This nasty blend of political and religious authority makes the court system in Khura’in quite corrupt. Inga can use it to eliminate his political rivals with impunity, and because his daughter is the priestess and therefore assumed to always speak the truth during her insights, questioning these decisions is seen as blasphemous. The cycle is then further reinforced by the execution of the defense team along with their defendant, sending a clear message: don’t question authority. Say your prayers, do as you are told, and you’ll be left alone. It’s a tough system for Phoenix to have to tackle, but he and his clients aren’t the only ones who are negatively impacted by this court process.
In the opening of the game, we meet Rayfa: princess of Khura’in and royal priestess who speaks Insights during court proceedings. Rayfa carries significant authority but is actually quite young at only fourteen years of age. To bear the burden of such a significant responsibility certainly shows its affects on her. The princess is arrogant and condescending, seeing other people as foolish because she has been taught to believe that her words are the unquestionable truth. This also leads her to be cruel, as she regularly cheers for Phoenix to die because he dares to question her. These qualities are despicable to be sure but Rayfa doesn’t strike me as a bad person – she feels more like a victim of the unfair environment she has been raised in.
This is clearest during trials, when Phoenix is asked to cross-examine the insights that Rayfa shares with the court. Rayfa’s insights show the final moments of the victim’s life, which are indisputable facts. The issue is that those moments are vague enough to be open to interpretation. As someone who works with justice system data in real life, this is a common problem. Sure, this chart shows that the majority of crimes come from zip code A, but is the reason for that because the people who live in zip code A commit more crimes, or because the people in zip code A are policed more frequently? Facts say what they say, but interpretations of facts can lead to wildly different conclusions, and we see that when someone other than Rayfa gets the chance to analyze her insights.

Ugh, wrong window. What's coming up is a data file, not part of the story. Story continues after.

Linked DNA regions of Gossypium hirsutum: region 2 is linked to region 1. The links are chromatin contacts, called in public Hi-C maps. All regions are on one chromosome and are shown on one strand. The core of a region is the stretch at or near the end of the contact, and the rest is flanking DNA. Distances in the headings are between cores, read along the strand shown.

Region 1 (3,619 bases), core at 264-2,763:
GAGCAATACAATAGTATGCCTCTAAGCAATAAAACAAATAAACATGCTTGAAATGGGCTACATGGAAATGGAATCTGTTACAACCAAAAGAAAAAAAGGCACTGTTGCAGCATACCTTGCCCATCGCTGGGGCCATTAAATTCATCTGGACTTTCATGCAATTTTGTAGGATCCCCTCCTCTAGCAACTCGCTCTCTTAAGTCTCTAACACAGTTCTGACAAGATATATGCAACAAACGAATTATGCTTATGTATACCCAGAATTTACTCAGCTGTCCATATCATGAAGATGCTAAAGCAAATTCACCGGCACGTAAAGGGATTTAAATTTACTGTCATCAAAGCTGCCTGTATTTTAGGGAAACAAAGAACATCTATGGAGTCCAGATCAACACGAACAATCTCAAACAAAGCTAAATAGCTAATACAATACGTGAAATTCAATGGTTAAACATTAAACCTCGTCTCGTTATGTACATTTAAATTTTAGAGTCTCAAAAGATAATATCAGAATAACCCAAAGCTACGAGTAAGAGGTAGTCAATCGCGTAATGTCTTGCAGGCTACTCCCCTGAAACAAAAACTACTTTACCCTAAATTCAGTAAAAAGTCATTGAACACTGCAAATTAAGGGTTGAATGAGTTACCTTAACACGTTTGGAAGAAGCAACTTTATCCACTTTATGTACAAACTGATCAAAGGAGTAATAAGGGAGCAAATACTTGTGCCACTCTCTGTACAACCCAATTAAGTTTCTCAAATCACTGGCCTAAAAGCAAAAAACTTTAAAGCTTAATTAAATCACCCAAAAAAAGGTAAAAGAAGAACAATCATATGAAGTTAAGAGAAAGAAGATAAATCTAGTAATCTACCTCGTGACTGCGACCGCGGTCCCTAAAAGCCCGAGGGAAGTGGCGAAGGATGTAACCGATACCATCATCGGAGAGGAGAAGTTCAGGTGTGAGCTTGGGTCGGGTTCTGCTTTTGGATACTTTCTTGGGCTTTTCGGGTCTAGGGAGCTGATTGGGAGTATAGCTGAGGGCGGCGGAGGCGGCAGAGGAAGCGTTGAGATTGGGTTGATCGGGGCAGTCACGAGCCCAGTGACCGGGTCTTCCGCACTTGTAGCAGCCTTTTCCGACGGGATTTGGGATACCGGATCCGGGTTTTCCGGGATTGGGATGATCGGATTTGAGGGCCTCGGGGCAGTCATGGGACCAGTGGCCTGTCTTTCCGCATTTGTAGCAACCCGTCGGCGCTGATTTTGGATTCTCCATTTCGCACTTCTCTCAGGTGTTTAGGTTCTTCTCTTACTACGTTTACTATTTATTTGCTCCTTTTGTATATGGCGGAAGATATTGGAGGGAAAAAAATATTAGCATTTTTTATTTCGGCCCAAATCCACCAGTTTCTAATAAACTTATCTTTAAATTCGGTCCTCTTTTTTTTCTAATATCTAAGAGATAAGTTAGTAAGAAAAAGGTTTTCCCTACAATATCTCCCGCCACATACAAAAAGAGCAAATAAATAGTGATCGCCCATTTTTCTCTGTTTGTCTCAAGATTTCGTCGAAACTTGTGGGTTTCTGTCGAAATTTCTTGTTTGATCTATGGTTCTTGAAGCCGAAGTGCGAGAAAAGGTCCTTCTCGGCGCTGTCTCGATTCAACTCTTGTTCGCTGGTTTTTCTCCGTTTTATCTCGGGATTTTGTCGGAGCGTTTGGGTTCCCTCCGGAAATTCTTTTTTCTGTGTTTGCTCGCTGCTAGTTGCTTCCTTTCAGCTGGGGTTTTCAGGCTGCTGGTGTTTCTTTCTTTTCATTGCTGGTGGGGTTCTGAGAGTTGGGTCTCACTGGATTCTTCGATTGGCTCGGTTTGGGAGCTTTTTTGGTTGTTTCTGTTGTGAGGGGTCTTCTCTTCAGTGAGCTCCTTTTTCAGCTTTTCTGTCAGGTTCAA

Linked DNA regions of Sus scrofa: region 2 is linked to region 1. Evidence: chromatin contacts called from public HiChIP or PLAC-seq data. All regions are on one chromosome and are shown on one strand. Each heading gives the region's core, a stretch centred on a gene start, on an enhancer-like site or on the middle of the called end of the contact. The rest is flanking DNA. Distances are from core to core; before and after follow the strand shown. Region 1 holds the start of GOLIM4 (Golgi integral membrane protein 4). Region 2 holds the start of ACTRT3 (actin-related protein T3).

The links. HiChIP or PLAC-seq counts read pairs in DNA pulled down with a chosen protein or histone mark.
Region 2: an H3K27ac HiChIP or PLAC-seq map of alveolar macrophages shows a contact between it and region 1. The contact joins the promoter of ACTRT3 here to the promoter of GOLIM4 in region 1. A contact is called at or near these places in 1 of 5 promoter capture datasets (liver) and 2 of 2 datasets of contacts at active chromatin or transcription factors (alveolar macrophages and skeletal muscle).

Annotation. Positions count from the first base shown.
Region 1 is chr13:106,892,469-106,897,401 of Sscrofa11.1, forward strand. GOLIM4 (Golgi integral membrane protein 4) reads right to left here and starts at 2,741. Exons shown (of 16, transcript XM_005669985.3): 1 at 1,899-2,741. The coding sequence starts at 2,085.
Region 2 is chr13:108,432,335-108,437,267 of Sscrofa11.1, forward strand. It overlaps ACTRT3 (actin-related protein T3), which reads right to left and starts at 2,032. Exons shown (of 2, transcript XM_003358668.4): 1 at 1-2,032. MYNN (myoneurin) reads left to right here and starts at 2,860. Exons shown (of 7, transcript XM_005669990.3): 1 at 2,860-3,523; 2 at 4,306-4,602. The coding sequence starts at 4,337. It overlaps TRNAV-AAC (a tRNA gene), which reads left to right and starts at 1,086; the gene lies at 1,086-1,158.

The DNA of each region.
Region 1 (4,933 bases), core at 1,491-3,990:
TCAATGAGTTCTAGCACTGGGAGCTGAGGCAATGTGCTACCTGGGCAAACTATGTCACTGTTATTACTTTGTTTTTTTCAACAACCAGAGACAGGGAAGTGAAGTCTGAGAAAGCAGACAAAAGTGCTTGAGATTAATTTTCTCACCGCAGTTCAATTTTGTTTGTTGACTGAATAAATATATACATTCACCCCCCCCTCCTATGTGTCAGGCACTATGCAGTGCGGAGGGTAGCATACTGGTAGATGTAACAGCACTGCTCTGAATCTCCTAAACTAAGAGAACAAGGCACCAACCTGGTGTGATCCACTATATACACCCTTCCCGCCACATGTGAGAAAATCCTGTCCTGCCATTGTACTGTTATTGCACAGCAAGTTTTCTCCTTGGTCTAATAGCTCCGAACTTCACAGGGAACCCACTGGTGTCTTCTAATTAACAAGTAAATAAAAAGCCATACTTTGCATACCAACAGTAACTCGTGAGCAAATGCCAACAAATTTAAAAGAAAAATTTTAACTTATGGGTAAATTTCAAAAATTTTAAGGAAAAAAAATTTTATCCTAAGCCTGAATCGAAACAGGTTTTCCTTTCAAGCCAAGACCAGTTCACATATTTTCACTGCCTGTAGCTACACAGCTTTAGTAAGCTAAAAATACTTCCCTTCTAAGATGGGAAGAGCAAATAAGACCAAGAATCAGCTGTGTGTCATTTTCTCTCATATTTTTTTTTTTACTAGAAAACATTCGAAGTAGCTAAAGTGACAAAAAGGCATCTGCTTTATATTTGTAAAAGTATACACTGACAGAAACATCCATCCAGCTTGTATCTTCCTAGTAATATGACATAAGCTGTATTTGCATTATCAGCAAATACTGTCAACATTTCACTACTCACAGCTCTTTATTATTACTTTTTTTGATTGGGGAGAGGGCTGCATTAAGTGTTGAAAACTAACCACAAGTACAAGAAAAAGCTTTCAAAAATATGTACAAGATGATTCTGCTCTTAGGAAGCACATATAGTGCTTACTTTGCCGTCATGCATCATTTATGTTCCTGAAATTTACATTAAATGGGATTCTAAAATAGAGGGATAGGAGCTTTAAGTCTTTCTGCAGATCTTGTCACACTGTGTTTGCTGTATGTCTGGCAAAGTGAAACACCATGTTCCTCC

The more that Rayfa’s interpretations of the facts divinely revealed to her are proven to be wrong, the more it breaks down her perception of herself. She has been told all of her life that because she is the princess and the royal priestess, her word is truth. The blood of the Holy Mother runs in her veins – how could she ever be wrong? Thing is, Rayfa is fourteen; being wrong comes with the territory. But because it is politically beneficial for Inga to maintain the princess’s delusion of perfection, it is only when Phoenix challenges her in the courtroom that someone actually pushes her to ask the hard questions about her beliefs in herself.
For me, seeing this difficult subject tackled in a video game is a fascinating experience. The twisted line of blending political and religious authority is one that feels quite relevant to the current political climate where I live, and it influences my work in many ways. Sometimes, the misuse of religious authority can be unintentional, such as pastors not realizing that ostracizing members of their congregation over divorce can help protect perpetrators of domestic violence and keep victims in dangerous situations. This seems to be Rayfa’s case – she has good intentions but is doing damage she cannot understand. It’s due in great part to the people in power above her who are intentionally misusing their power for corrupt gain.
I still have plenty of Spirit of Justice to experience before I will fully understand what’s happening in the game, but I’m looking forward to seeing how things turn out. My hope is that Rayfa is able to develop a healthy understanding of how her beliefs can be damaging when wielded in concert with her political authority. It seems that Phoenix cares about her and is working to preserve her well-being even as he defeats her in court. He’s proven to be a great mentor to Apollo and Athena, so perhaps he can serve in that role to Rayfa as well.
Leave a Reply